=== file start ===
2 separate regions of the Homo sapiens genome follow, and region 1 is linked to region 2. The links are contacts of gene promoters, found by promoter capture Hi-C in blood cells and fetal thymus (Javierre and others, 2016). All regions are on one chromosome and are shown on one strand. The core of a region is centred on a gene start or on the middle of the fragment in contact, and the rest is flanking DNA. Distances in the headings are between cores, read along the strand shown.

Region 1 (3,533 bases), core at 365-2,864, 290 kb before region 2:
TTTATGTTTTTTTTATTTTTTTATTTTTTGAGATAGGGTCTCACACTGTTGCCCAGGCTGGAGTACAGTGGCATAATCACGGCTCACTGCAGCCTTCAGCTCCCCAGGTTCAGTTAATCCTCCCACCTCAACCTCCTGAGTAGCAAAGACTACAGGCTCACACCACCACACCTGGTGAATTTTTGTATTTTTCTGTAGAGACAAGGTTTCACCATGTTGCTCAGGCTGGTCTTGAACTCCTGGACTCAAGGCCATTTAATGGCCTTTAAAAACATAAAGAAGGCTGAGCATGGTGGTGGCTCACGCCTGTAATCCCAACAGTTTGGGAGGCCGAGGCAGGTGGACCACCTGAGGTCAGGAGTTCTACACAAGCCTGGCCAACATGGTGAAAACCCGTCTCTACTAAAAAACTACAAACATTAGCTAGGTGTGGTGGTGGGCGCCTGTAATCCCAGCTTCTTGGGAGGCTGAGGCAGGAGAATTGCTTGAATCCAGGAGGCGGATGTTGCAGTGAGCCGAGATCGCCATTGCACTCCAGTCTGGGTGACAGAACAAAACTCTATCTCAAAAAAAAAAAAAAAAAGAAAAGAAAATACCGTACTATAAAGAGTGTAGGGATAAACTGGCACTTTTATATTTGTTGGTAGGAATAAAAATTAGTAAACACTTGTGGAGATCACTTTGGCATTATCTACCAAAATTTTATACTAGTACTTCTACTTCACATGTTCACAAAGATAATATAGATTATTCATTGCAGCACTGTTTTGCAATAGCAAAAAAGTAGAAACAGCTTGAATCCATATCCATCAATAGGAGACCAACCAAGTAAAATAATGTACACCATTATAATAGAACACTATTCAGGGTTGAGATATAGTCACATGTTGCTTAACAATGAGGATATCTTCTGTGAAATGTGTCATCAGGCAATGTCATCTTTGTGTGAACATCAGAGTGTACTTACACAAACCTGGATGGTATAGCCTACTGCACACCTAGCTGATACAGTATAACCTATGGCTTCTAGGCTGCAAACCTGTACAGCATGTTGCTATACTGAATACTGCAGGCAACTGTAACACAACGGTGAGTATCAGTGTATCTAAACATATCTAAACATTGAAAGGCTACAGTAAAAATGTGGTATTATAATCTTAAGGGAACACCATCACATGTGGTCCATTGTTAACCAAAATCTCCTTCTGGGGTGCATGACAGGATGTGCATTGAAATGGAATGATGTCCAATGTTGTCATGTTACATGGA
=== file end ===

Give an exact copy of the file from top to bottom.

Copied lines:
2 separate regions of the Homo sapiens genome follow, and region 1 is linked to region 2. The links are contacts of gene promoters, found by promoter capture Hi-C in blood cells and fetal thymus (Javierre and others, 2016). All regions are on one chromosome and are shown on one strand. The core of a region is centred on a gene start or on the middle of the fragment in contact, and the rest is flanking DNA. Distances in the headings are between cores, read along the strand shown.

Region 1 (3,533 bases), core at 365-2,864, 290 kb before region 2:
TTTATGTTTTTTTTATTTTTTTATTTTTTGAGATAGGGTCTCACACTGTTGCCCAGGCTGGAGTACAGTGGCATAATCACGGCTCACTGCAGCCTTCAGCTCCCCAGGTTCAGTTAATCCTCCCACCTCAACCTCCTGAGTAGCAAAGACTACAGGCTCACACCACCACACCTGGTGAATTTTTGTATTTTTCTGTAGAGACAAGGTTTCACCATGTTGCTCAGGCTGGTCTTGAACTCCTGGACTCAAGGCCATTTAATGGCCTTTAAAAACATAAAGAAGGCTGAGCATGGTGGTGGCTCACGCCTGTAATCCCAACAGTTTGGGAGGCCGAGGCAGGTGGACCACCTGAGGTCAGGAGTTCTACACAAGCCTGGCCAACATGGTGAAAACCCGTCTCTACTAAAAAACTACAAACATTAGCTAGGTGTGGTGGTGGGCGCCTGTAATCCCAGCTTCTTGGGAGGCTGAGGCAGGAGAATTGCTTGAATCCAGGAGGCGGATGTTGCAGTGAGCCGAGATCGCCATTGCACTCCAGTCTGGGTGACAGAACAAAACTCTATCTCAAAAAAAAAAAAAAAAAGAAAAGAAAATACCGTACTATAAAGAGTGTAGGGATAAACTGGCACTTTTATATTTGTTGGTAGGAATAAAAATTAGTAAACACTTGTGGAGATCACTTTGGCATTATCTACCAAAATTTTATACTAGTACTTCTACTTCACATGTTCACAAAGATAATATAGATTATTCATTGCAGCACTGTTTTGCAATAGCAAAAAAGTAGAAACAGCTTGAATCCATATCCATCAATAGGAGACCAACCAAGTAAAATAATGTACACCATTATAATAGAACACTATTCAGGGTTGAGATATAGTCACATGTTGCTTAACAATGAGGATATCTTCTGTGAAATGTGTCATCAGGCAATGTCATCTTTGTGTGAACATCAGAGTGTACTTACACAAACCTGGATGGTATAGCCTACTGCACACCTAGCTGATACAGTATAACCTATGGCTTCTAGGCTGCAAACCTGTACAGCATGTTGCTATACTGAATACTGCAGGCAACTGTAACACAACGGTGAGTATCAGTGTATCTAAACATATCTAAACATTGAAAGGCTACAGTAAAAATGTGGTATTATAATCTTAAGGGAACACCATCACATGTGGTCCATTGTTAACCAAAATCTCCTTCTGGGGTGCATGACAGGATGTGCATTGAAATGGAATGATGTCCAATGTTGTCATGTTACATGGA